Monday, 25 March 2019

Something old. Something new. Something borrowed. Something blue.


When it comes to weddings, there sure are a lot of traditions associated with the big day. I don't hold with tradition, and was determined our wedding day would break the mould. But as the months ticked by and our wedding day loomed, I found myself sticking closer to some traditions than I'd expected. I thought today I'd share with you some common wedding traditions* and if (and why) we stuck to them.

1. Something old. Something new. Something borrowed. Something blue. 

Meaning: This tradition is based on an old English rhyme; "Something old, something new, something borrowed, something blue, and a silver sixpence in her shoe." The old represents the past, the new represents the future. Borrowed refers to the happiness given to the bride by her husband. And blue was thought to be a colour that warded off evil. The sixpence, often overlooked nowadays, refers to wealth.

Did we stick to it?: Yes, and right up to the sixpence part of the rhyme as well. Although, I didn't go so far as to put the sixpence in my shoes. I didn't think that would be very comfortable, somehow. Instead, I kept the sixpence in my clutch. My something old was a pearl necklace that used to belong my great grandmother. My something new was the jewellery, the dress, the shoes. The list goes on for new! My something borrowed was the tiara, which was one of my bridesmaid's. And my something blue was the garter belt my mother-in-law bought for me! 

Verdict: I like this tradition. It's well known, fun, and relatively easy to stick to on your own wedding day, should you choose to!


2. The white dress.

Meaning: Another widely recognised and adhered to tradition is that of the white dress. This tradition, however, only came about when Queen Victoria married Prince Albert in an ivory-white gown in 1840. Historically, brides would wear the best clothes they had, in any colour - even black! Queen Victoria set the trend for white wedding dresses and the colour soon became a fashionable choice for brides the world over.

Did we stick to it?: I was adamant from the off that I was not going to wear a white wedding dress. After all, I'm no fashion follower. And I'm certainly no virgin, which is what, I always thought, the white dress was supposed to signal. I wanted a purple, lilac or lavender coloured dress. However, finding a wedding dress in any of those shades proved extremely different. And when I decided to broaden my horizons and try on some white/cream/ivory dresses, I soon found my dream dress. In white!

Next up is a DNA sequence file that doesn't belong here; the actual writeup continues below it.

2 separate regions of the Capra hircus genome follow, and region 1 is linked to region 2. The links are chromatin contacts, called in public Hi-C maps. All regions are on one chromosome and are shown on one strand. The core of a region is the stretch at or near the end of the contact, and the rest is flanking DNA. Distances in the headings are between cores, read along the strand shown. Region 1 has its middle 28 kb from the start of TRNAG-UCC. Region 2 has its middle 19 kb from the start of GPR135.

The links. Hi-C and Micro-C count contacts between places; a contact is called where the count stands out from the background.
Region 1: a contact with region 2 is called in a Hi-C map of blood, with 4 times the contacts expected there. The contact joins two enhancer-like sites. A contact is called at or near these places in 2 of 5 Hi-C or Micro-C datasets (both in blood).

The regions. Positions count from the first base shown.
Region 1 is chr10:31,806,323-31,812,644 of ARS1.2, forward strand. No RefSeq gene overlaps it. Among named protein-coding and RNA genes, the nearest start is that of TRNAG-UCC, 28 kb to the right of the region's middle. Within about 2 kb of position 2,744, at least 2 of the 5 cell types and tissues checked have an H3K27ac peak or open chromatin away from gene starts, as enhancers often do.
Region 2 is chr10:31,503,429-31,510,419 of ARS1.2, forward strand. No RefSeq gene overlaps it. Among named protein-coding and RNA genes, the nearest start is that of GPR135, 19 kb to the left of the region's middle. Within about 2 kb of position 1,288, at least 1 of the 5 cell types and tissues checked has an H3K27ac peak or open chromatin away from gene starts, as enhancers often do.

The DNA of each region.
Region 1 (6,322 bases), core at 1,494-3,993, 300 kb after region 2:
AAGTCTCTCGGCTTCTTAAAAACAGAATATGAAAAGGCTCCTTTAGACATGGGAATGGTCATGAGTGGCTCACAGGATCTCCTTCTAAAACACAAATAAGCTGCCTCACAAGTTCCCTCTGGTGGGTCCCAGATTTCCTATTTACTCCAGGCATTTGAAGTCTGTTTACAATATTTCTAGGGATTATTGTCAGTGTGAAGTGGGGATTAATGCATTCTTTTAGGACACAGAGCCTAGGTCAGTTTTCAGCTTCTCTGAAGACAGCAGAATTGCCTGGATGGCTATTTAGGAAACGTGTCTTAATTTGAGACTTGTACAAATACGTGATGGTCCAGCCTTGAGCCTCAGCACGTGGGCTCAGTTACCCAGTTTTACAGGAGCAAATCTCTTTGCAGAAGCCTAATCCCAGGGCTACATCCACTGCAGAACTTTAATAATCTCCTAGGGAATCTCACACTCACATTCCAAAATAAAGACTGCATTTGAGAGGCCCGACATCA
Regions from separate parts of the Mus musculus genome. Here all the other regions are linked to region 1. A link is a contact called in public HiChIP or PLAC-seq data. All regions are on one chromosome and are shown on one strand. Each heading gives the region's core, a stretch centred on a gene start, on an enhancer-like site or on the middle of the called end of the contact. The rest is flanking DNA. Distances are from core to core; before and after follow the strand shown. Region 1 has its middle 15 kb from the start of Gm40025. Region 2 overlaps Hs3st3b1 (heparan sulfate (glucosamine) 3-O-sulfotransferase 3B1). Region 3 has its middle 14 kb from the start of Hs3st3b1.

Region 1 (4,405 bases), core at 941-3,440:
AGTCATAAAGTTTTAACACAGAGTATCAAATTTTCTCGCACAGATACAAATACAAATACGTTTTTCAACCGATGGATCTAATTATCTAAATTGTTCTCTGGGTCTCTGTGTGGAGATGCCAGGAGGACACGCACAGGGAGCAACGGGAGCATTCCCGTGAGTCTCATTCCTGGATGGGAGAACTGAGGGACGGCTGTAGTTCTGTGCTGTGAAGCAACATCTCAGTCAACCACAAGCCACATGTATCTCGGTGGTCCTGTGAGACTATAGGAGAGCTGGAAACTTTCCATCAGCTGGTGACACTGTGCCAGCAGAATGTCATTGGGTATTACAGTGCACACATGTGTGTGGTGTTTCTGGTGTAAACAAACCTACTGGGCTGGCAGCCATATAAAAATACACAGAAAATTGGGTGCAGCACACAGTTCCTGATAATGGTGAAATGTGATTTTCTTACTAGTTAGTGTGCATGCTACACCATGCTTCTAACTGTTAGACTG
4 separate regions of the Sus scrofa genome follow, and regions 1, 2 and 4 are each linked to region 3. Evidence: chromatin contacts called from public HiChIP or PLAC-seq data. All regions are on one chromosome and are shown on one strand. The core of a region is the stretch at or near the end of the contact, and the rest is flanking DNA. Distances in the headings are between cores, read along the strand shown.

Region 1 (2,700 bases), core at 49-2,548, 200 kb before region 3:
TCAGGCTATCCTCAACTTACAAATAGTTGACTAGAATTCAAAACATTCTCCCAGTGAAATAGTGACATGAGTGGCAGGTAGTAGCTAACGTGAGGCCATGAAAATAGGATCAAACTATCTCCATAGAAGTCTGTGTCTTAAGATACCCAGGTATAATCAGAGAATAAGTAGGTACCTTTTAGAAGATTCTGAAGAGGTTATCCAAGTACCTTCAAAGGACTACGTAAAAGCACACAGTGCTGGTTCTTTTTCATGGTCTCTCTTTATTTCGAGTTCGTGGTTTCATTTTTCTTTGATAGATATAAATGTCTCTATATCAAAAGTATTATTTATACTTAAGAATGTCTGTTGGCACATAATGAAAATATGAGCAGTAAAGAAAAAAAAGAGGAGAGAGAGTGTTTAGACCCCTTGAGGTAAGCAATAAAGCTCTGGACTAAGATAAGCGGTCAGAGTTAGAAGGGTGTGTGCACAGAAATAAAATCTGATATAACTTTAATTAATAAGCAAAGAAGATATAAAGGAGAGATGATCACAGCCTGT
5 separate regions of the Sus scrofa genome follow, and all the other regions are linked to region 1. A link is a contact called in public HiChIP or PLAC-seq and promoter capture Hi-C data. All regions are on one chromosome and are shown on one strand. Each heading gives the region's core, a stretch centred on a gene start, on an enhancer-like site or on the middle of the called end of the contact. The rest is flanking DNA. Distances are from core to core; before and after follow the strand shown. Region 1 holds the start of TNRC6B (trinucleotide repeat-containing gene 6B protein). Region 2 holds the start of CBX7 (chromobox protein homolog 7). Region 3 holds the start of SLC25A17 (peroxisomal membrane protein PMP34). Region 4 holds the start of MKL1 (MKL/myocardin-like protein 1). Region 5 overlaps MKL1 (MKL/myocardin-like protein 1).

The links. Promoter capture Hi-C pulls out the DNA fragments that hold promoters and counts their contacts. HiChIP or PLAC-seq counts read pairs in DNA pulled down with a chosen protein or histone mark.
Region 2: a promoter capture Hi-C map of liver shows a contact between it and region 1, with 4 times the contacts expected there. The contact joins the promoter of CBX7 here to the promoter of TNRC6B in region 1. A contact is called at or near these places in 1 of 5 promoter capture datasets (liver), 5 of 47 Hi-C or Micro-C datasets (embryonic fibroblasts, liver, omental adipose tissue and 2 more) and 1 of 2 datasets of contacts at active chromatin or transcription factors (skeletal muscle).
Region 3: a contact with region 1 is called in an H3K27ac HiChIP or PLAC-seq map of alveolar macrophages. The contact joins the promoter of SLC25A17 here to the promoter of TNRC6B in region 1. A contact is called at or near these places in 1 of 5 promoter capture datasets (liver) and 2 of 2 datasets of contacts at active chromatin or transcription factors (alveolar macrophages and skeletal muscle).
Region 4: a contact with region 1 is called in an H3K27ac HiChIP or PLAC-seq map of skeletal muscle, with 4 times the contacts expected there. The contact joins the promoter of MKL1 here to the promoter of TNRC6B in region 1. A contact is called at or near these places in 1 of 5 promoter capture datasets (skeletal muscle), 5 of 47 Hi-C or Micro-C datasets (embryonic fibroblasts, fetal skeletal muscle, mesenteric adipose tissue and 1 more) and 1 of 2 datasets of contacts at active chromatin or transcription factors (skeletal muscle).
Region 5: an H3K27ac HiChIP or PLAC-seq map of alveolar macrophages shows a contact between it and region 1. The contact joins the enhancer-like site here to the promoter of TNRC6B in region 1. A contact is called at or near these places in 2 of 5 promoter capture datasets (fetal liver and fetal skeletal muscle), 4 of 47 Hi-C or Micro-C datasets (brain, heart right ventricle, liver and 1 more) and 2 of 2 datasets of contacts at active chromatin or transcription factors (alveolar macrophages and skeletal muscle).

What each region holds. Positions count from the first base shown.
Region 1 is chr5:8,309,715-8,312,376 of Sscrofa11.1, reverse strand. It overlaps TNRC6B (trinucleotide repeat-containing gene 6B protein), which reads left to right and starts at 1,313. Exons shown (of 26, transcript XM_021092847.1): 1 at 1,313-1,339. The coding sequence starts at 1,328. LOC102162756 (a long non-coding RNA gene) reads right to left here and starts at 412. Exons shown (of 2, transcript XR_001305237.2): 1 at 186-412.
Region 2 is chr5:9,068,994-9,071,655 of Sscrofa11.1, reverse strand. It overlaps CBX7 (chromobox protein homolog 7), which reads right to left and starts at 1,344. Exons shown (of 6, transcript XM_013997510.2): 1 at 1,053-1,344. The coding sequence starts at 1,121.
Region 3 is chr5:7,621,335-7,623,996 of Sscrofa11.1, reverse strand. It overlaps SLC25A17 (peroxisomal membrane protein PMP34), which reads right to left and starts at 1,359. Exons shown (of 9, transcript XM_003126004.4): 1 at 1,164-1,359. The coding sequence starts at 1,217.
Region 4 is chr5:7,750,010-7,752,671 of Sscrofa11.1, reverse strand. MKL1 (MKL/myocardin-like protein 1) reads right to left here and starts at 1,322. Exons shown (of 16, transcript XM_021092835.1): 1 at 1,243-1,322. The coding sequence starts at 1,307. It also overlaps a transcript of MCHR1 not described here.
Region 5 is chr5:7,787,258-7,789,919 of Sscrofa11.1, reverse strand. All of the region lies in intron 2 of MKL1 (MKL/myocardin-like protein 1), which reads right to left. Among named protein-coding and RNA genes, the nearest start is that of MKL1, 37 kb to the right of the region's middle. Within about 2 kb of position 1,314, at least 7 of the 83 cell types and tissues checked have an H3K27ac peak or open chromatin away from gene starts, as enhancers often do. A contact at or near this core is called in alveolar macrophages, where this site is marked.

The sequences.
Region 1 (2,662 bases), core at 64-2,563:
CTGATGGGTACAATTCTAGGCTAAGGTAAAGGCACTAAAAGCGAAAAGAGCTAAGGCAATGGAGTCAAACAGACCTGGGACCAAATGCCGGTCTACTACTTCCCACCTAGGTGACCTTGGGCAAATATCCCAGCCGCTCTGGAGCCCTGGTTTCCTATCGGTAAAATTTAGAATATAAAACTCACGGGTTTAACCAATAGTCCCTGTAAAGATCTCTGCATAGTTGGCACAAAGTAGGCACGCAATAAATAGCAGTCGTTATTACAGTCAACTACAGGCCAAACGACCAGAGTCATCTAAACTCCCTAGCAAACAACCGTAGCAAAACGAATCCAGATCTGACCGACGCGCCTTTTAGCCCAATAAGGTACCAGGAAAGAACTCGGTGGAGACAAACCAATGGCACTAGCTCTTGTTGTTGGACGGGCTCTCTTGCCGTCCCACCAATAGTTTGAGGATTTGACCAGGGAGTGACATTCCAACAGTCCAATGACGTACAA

Verdict: Fashion is always changing. And the white wedding dress seems to be a trend that is slowly fading out. It's becoming much more common to see brides in dresses of all colours. I say, you do you. But don't close your eyes to a white/cream/ivory dress. Sometimes you might surprise yourself with what you end up choosing!


3. The first dance. 

Meaning: The first dance was traditionally an 'opening number' to kick off the party, in the days of royal balls. Custom dictated the male guest of honour ask the lady of the house to join him in the first dance. And thus the first dance was born. Usually the bride's father would dance with her first, followed by the groom.

Did we stick to it?: No. With my anxiety, and my husband being quite a shy person in some ways, we both agreed from the off that we didn't want a first dance. All those eyes on us? As we stumble around? Neither of us are any good at dancing, and neither of us like to be the centre of attention. So we were very much on the same page with this tradition.

Verdict: I do think this is a lovely tradition, and I do enjoy watching first dances (YouTube have loads of first dance videos!) It's just not something my husband and I wanted to take part in. 


4. The bouquet toss. 

Meaning: It was tradition during the 15th century for the guests to try and tear off bits of the bride's dress, flowers or hair. People believed that this would pass some of her good luck on to them. The guests could get very rowdy, so a tradition evolved that the bride would throw her flowers at the mob and run for her life.

Did we stick to it?: Hell no. I paid a lot of money for those damn flowers. You think I'm just going to throw them into the crowd of guests for anyone to grab? You better believe that those flowers came home with me and were put in a vase in our living room for all to see until the day they finally died.

Verdict: Wedding bouquets aren't cheap. I think it's far nicer to treasure your bouquet and take it home with you. Maybe press some of the flowers to keep in your wedding album? 


5. Carrying the bride over the threshold.

Meaning: This custom came to Britain from Germany. In Germanic tribes, the groom would hoist the bride over his shoulder and carry her into his hut. Why? Because it made her look enthusiastic about the wedding night, and was regarded as a guarantee of her chastity. 

Did we stick to it?: Hahahahahaha. Yeah, no. My goodness. If my husband had tried to carry me over the threshold on our wedding night, he'd almost certainly have spent the next few months in hospital recovering from a broken back!

Verdict: What a load of rubbish. Fat or thin. No woman needs carrying over the threshold on her wedding night!

What wedding traditions are you aware of that I haven't mentioned here? 

*UK wedding traditions.

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